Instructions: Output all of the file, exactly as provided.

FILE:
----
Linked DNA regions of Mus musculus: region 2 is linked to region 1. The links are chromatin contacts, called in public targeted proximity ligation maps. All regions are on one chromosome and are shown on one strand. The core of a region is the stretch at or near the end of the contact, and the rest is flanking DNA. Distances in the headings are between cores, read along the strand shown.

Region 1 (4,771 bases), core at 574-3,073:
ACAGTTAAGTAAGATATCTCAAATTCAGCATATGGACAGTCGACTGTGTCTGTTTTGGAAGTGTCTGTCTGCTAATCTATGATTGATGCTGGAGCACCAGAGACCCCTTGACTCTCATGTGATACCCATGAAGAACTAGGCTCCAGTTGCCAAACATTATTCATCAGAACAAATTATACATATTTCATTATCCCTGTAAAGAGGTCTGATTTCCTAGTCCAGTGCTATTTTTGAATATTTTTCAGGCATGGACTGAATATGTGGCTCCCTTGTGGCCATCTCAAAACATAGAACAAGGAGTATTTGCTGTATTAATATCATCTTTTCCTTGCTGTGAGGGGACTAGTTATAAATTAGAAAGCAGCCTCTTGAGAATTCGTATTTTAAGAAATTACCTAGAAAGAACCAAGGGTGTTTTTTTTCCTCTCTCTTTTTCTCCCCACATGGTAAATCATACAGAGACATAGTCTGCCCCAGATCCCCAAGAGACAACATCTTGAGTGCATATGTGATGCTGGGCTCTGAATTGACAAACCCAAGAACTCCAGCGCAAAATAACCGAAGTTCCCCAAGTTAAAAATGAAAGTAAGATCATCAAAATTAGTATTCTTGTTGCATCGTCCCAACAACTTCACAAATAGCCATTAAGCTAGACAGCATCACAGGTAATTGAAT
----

Linked DNA regions of Mus musculus: region 2 is linked to region 1. The links are chromatin contacts, called in public targeted proximity ligation maps. All regions are on one chromosome and are shown on one strand. The core of a region is the stretch at or near the end of the contact, and the rest is flanking DNA. Distances in the headings are between cores, read along the strand shown.

Region 1 (4,771 bases), core at 574-3,073:
ACAGTTAAGTAAGATATCTCAAATTCAGCATATGGACAGTCGACTGTGTCTGTTTTGGAAGTGTCTGTCTGCTAATCTATGATTGATGCTGGAGCACCAGAGACCCCTTGACTCTCATGTGATACCCATGAAGAACTAGGCTCCAGTTGCCAAACATTATTCATCAGAACAAATTATACATATTTCATTATCCCTGTAAAGAGGTCTGATTTCCTAGTCCAGTGCTATTTTTGAATATTTTTCAGGCATGGACTGAATATGTGGCTCCCTTGTGGCCATCTCAAAACATAGAACAAGGAGTATTTGCTGTATTAATATCATCTTTTCCTTGCTGTGAGGGGACTAGTTATAAATTAGAAAGCAGCCTCTTGAGAATTCGTATTTTAAGAAATTACCTAGAAAGAACCAAGGGTGTTTTTTTTCCTCTCTCTTTTTCTCCCCACATGGTAAATCATACAGAGACATAGTCTGCCCCAGATCCCCAAGAGACAACATCTTGAGTGCATATGTGATGCTGGGCTCTGAATTGACAAACCCAAGAACTCCAGCGCAAAATAACCGAAGTTCCCCAAGTTAAAAATGAAAGTAAGATCATCAAAATTAGTATTCTTGTTGCATCGTCCCAACAACTTCACAAATAGCCATTAAGCTAGACAGCATCACAGGTAATTGAAT